"There is no desire for dialogue...The abuses are coming from both sides and the civilians are finding themselves in the middle," Ilaria Allegrozzi, Senior Central Africa Researcher at Human Rights Watch, told reporters in Paris. "The position of the government is an almost complete denial ... and there is total impunity for the violence." Allegrozzi said separatists were not in denial of the scale of the crisis, but of human rights abuses by their fighters. She cited an International Crisis Group report putting the number of separatists fighters at about 2,000-4,000 fighters and there was evidence that they were acquiring more sophisticated weaponry. Allegrozzi said the Anglophone population was increasingly in tune with idea of independence. "There is a growing feeling of support towards the separatists and secession."
The United Nations estimates that, since 2017, about 1,800 people have been killed and more than 530,000 displaced with 1.3 million in need. The crisis has tended to slip beneath the international radar given President Paul Biya's close cooperation with Western states in the fight against Islamist militant group Boko Haram in West and central Africa.

Togo and child slavery

Child labour is still widely accepted in Togo and the government is not doing enough to stop it, said the U.N. Special Rapporteur on contemporary forms of slavery in an interview on Friday. In a practice known as "confiage", parents send their children to live with relatives who promise to send them to school in exchange for helping with housework, she said. But this is rarely what happens. "It really results in extreme exploitation.
Many children in the West African country are forced into domestic servitude or hard labour at a young age, driven by poverty and cultural tradition, said Urmila Bhoola following a visit to Togo to assess the situation. "There is a complete lack of data, but it seems this practice mainly affects girls and some are sent abroad," she told the Thomson Reuters Foundation. "It is very much entrenched in cultural practices and tradition." School is free in Togo but remains out of reach for families who cannot afford books and uniforms, said Bhoola.
The worst forms of child labour include slavery, trafficking, sexual exploitation and more, as defined by the International Labour Organization. The Modern Slavery Index published by the Walk Free Foundation, estimates that 50,000 people are slaves in the country of 7.4 million.

Friday, June 07, 2019

Madagascar's Misery

Recurring drought in Madagascar's south has left more than 360,000 people on the brink of famine, a top United Nations official warned on Thursday, urging donors to do more to help people prepare for climate shocks.

Ursula Mueller, U.N. deputy humanitarian chief, said the impoverished Indian Ocean island was witnessing more frequent and severe weather events, such as droughts and cyclones, which were pushing already extremely vulnerable people to the edge.
"There is a need for immediate humanitarian assistance to save the lives of 366,000 people that are in emergency levels of food insecurity - which is one step away from famine," she said following a three-day visit to Madagascar. "We need to build their resilience so that they can withstand the next shocks of drought, flood, cyclones and epidemics, and improve their lives," she told the Thomson Reuters Foundation in an interview. Mueller said the south of the island - known as the Grand Sud - was severely underdeveloped and people were facing and high levels of malnutrition. "During my three days in Madagascar, I saw the impact of climate change - with the poorest and most vulnerable people bearing the brunt of a phenomenon that they had no hand in creating," said Mueller. "With every new shock, people's resilience is eroded. The country has severe needs - yet all too often the world has focused elsewhere."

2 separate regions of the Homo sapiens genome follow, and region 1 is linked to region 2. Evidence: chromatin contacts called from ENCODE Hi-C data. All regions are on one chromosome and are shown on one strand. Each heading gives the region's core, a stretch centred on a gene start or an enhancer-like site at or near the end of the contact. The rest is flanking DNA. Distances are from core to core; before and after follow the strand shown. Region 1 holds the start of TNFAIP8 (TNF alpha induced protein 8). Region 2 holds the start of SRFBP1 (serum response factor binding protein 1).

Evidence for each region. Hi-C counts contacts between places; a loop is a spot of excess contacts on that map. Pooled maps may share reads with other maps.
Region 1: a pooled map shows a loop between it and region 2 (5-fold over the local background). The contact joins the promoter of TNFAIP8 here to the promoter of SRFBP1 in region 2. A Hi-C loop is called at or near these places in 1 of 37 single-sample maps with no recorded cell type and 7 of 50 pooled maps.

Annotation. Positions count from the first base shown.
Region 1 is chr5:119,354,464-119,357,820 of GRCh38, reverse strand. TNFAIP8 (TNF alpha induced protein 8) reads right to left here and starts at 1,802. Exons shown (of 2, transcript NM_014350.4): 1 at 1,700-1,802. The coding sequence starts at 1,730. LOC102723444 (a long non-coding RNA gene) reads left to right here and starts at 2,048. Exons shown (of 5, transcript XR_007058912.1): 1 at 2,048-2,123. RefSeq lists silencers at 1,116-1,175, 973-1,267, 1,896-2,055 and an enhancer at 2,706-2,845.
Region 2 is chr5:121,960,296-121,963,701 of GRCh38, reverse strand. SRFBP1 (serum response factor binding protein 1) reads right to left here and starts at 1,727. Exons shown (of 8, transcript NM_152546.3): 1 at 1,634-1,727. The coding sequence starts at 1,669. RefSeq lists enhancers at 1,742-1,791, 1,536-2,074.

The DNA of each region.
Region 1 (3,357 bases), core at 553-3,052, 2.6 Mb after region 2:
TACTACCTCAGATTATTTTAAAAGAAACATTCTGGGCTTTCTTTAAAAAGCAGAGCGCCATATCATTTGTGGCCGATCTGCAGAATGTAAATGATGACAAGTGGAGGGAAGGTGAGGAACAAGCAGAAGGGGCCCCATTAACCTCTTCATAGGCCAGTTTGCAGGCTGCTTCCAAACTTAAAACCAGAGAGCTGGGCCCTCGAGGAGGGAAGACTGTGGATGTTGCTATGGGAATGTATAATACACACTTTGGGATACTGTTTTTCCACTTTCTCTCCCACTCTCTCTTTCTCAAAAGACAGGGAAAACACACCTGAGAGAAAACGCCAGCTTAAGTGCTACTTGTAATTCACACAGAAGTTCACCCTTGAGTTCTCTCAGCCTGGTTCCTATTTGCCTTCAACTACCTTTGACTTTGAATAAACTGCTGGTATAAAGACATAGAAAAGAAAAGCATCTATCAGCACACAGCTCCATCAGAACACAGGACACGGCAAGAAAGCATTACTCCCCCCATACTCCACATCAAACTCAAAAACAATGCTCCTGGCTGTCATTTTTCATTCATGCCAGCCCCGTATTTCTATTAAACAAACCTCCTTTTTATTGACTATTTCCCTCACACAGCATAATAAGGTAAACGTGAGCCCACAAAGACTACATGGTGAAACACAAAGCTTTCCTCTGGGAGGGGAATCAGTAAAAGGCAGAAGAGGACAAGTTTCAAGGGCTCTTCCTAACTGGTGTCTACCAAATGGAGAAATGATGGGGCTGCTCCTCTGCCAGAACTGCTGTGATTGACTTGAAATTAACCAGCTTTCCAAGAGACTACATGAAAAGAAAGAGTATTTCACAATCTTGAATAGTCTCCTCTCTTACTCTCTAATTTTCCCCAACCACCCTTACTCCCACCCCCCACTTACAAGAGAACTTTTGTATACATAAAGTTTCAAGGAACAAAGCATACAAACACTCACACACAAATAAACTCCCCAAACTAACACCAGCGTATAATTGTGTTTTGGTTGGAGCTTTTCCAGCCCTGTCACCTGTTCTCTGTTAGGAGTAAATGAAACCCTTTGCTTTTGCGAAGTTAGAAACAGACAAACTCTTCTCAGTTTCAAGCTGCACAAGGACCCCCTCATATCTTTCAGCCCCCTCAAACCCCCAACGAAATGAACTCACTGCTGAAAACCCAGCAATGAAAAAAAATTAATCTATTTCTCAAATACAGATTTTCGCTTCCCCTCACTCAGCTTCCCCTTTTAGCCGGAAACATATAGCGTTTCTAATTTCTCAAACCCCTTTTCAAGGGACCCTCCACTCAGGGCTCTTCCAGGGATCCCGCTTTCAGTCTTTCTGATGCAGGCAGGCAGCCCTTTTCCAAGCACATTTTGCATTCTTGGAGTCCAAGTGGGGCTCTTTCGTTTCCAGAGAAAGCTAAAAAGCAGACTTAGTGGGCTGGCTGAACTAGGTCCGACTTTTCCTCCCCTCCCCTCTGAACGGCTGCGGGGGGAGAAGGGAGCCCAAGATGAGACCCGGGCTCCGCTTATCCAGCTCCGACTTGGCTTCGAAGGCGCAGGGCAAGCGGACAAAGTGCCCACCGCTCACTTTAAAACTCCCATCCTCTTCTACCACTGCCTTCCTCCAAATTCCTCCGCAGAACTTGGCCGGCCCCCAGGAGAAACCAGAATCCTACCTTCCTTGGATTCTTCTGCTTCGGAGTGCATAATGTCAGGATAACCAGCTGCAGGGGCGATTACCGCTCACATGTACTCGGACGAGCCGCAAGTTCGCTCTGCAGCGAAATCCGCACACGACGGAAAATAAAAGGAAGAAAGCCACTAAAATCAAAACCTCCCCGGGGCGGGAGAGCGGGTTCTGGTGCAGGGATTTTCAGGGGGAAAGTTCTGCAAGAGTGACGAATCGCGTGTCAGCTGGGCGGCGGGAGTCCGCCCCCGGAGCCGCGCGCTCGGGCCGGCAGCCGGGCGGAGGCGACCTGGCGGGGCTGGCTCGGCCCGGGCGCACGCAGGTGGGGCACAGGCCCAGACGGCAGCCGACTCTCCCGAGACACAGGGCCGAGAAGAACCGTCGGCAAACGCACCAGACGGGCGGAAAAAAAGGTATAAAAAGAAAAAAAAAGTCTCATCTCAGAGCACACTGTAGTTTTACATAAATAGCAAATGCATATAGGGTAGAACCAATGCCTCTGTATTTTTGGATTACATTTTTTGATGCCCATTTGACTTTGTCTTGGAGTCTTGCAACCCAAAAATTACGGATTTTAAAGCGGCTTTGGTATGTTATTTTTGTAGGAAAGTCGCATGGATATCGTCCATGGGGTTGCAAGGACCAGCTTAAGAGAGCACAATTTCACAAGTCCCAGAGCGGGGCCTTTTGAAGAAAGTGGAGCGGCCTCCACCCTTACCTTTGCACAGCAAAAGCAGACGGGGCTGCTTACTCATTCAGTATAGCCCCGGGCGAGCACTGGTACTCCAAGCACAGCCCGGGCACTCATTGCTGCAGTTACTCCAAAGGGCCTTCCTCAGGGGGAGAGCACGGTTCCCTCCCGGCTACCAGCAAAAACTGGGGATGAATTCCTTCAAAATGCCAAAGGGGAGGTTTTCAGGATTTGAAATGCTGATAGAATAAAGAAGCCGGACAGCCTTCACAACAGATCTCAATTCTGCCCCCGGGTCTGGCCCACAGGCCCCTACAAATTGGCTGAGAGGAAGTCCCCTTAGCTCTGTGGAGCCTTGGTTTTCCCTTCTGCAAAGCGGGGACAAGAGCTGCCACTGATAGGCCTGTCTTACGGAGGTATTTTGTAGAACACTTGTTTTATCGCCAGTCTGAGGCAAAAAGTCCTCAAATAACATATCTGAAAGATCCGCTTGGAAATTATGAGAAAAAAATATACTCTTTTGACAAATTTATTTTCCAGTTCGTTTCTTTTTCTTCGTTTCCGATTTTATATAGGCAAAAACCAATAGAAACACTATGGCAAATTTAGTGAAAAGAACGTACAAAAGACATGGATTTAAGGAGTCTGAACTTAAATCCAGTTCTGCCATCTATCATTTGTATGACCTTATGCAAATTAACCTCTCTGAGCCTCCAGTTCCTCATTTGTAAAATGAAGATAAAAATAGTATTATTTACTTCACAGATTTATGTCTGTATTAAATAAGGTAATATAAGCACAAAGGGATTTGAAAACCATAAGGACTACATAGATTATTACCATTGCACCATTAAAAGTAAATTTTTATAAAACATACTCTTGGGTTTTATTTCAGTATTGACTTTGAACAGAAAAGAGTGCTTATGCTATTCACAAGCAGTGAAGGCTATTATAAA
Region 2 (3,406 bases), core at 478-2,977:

Madagascar is one of Africa's poorest countries. A lack of basic services - from health and education to employment opportunities - as well as poverty and climate change have exposed many of its 26 million people to natural disasters.

About nine in 10 people live on less than $2 a day, more than 50% of children under five are chronically malnourished, and access to clean water is the fourth lowest in the continent, according to U.N. data.
In the last two decades, the country has been struck by 35 cyclones, eight floods and five periods of severe drought - a three-fold rise over the previous 20 years.

A drought caused by two years of erratic rainfall between 2015 and 2017, aggravated by the El Nino phenomenon, has left about 1.3 million people short of food.

Western nations provided about 60% of the funds needed for emergency food aid last year, but an appeal by the U.N. and the Malagasy government for $190 million to help them bounce back from the crisis was only 1.5% funded, she said.

Funding could support school feeding programs, boost health care and provide alternative incomes when disasters strike.
"It's very important that the international community steps up for recovery and resilience building projects. It's a good investment to invest in preventing major events linked to climate change," Mueller said.